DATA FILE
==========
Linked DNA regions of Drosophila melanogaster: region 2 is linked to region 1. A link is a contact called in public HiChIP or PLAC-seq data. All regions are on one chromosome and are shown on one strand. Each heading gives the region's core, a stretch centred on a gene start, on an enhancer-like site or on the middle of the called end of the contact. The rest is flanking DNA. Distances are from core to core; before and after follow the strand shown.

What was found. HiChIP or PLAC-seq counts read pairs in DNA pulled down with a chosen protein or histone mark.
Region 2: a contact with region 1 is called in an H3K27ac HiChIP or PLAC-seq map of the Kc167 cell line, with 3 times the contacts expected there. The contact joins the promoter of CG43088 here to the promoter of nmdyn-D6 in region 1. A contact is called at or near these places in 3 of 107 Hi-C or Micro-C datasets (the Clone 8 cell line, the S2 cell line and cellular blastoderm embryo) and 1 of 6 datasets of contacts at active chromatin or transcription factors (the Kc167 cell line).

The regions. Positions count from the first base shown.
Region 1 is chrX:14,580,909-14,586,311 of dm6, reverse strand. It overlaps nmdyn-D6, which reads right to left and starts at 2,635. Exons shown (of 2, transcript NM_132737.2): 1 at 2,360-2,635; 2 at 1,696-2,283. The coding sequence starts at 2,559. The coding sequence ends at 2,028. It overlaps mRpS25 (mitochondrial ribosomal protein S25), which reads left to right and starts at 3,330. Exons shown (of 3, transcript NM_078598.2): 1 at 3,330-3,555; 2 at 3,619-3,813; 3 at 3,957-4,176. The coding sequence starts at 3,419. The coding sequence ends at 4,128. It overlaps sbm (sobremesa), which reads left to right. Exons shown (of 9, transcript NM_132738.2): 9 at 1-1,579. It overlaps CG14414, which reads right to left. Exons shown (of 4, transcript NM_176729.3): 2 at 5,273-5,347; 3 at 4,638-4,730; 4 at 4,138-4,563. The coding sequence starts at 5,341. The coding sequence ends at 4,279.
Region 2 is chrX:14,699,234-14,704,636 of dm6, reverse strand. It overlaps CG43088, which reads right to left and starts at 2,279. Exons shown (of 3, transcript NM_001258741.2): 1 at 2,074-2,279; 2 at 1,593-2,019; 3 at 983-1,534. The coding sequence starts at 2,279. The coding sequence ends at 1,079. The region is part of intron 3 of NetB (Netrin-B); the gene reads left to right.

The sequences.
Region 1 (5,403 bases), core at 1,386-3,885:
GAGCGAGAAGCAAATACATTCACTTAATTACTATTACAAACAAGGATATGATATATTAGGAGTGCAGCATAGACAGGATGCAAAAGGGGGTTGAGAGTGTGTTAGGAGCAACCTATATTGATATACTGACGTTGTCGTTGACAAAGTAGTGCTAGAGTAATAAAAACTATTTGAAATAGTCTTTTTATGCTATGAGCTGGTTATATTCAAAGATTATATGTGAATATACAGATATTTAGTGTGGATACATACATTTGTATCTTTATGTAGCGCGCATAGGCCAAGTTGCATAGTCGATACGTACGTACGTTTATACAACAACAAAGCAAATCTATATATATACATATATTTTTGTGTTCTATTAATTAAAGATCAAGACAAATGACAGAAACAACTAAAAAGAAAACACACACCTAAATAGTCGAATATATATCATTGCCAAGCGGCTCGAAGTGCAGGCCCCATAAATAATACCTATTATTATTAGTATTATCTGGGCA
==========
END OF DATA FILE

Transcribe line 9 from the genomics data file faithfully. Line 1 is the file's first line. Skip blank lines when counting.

GAGCGAGAAGCAAATACATTCACTTAATTACTATTACAAACAAGGATATGATATATTAGGAGTGCAGCATAGACAGGATGCAAAAGGGGGTTGAGAGTGTGTTAGGAGCAACCTATATTGATATACTGACGTTGTCGTTGACAAAGTAGTGCTAGAGTAATAAAAACTATTTGAAATAGTCTTTTTATGCTATGAGCTGGTTATATTCAAAGATTATATGTGAATATACAGATATTTAGTGTGGATACATACATTTGTATCTTTATGTAGCGCGCATAGGCCAAGTTGCATAGTCGATACGTACGTACGTTTATACAACAACAAAGCAAATCTATATATATACATATATTTTTGTGTTCTATTAATTAAAGATCAAGACAAATGACAGAAACAACTAAAAAGAAAACACACACCTAAATAGTCGAATATATATCATTGCCAAGCGGCTCGAAGTGCAGGCCCCATAAATAATACCTATTATTATTAGTATTATCTGGGCA